they suffer from lactose intolerance because they have the symptoms associated with the disorder, not knowing other conditions such as irritable bowel syndrome can cause similar symptoms. A doctor can use tests to diagnose lactose intolerance but may first recommend eliminating cow’s milk from the diet to see if the symptoms go away.
The most common tests used to measure the absorption of lactose in the digestive system are the lactose tolerance, hydrogen breath, and stool acidity tests.
• The Lactose Tolerance Test. This test requires fasting (not eating) before the test and then drinking a liquid that contains lactose. Several blood samples are then taken over a 2-hour period to measure the person’s blood glucose (blood sugar) level. These measures indicate how well the body is able to digest lactose.
Normally, when lactose reaches the digestive system, the lactase enzyme breaks it down into glucose and galactose. The liver then changes the galactose into glucose, which enters the bloodstream and raises the person’s blood glucose level. If, however, lactose is incompletely broken down, the blood glucose level does not rise and a diagnosis of lactose intolerance is confirmed.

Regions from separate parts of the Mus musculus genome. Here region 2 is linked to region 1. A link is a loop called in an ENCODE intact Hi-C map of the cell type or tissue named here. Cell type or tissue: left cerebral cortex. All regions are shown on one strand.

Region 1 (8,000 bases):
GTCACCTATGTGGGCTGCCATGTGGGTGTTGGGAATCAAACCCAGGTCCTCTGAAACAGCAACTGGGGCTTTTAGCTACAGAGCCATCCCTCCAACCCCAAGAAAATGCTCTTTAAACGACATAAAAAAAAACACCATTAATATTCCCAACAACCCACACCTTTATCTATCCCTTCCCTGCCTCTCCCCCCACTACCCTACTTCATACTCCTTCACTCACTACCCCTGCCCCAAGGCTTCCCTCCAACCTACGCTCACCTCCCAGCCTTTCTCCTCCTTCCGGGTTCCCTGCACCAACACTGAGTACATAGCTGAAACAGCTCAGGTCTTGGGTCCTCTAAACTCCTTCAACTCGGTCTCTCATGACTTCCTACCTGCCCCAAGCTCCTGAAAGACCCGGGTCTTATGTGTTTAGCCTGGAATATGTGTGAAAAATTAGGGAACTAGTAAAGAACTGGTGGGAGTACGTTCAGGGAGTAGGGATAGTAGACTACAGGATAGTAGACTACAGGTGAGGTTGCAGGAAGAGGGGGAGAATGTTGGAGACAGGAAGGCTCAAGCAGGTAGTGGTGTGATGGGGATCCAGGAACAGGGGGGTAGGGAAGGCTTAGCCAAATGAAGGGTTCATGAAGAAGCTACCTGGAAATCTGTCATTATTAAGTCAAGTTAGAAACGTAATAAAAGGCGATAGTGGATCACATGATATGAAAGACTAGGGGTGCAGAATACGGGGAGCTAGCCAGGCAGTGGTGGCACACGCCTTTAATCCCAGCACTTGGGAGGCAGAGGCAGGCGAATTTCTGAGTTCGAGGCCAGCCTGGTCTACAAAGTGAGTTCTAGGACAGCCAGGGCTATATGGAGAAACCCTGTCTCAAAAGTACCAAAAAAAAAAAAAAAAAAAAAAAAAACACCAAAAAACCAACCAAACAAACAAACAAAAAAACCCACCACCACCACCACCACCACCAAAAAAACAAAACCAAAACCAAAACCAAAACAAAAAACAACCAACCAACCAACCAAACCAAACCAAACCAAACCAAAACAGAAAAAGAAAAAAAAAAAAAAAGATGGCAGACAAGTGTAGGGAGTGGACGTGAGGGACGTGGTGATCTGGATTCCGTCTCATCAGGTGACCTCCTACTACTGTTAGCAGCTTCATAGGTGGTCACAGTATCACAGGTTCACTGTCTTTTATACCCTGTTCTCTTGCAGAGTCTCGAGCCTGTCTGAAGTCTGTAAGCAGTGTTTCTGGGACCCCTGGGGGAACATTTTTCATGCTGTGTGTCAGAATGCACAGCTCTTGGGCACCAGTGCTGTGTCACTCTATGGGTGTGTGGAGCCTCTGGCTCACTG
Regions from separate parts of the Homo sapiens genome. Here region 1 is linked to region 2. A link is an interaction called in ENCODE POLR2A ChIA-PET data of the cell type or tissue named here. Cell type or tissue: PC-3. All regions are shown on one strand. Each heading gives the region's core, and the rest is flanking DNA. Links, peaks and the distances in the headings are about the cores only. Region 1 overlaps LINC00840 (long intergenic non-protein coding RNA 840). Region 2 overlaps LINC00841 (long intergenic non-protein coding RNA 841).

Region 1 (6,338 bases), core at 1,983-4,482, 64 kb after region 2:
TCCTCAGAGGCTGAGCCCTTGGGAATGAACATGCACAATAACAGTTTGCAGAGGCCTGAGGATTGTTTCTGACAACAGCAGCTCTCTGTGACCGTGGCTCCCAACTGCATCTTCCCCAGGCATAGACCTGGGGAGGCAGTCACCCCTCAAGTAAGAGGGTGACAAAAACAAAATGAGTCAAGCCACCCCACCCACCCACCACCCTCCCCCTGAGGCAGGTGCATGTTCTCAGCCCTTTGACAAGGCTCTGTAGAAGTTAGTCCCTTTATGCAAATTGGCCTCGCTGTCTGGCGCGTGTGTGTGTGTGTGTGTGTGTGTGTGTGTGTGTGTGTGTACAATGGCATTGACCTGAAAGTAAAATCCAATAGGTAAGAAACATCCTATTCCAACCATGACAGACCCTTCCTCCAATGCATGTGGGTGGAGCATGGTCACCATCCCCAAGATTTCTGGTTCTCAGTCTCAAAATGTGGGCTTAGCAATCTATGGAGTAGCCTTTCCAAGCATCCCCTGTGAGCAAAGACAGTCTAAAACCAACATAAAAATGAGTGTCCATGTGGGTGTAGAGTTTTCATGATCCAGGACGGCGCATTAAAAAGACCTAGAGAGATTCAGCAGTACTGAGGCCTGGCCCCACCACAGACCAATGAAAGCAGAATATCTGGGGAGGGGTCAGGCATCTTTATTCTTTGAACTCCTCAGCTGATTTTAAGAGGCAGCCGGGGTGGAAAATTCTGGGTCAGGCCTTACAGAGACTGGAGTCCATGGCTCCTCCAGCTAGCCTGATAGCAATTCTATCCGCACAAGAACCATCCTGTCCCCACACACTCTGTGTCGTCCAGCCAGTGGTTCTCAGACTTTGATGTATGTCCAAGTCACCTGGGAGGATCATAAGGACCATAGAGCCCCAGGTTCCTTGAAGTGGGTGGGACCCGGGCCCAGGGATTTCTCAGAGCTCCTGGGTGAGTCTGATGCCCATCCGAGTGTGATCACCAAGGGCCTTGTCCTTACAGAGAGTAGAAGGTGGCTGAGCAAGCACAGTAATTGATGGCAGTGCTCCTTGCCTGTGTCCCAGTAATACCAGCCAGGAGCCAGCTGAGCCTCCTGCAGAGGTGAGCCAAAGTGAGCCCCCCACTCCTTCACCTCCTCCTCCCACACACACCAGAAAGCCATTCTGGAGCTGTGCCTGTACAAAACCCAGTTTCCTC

• The Hydrogen Breath Test. This test measures the amount of hydrogen in a person’s breath. Very little hydrogen is normally detectable. However, undigested lactose in the colon is fermented by bacteria and produces various gases, including hydrogen. The hydrogen is absorbed from the intestines, carried through the bloodstream to the lungs, and exhaled. In this test, the person drinks a lactose-loaded beverage and the breath is analyzed at regular intervals. Raised levels of hydrogen in the breath indicate improper digestion of lactose. Certain foods, medications, and cigarettes can affect the accuracy of the test and should be avoided before taking the test. People should check with their doctor to make sure they are not taking medications that may interfere with test results.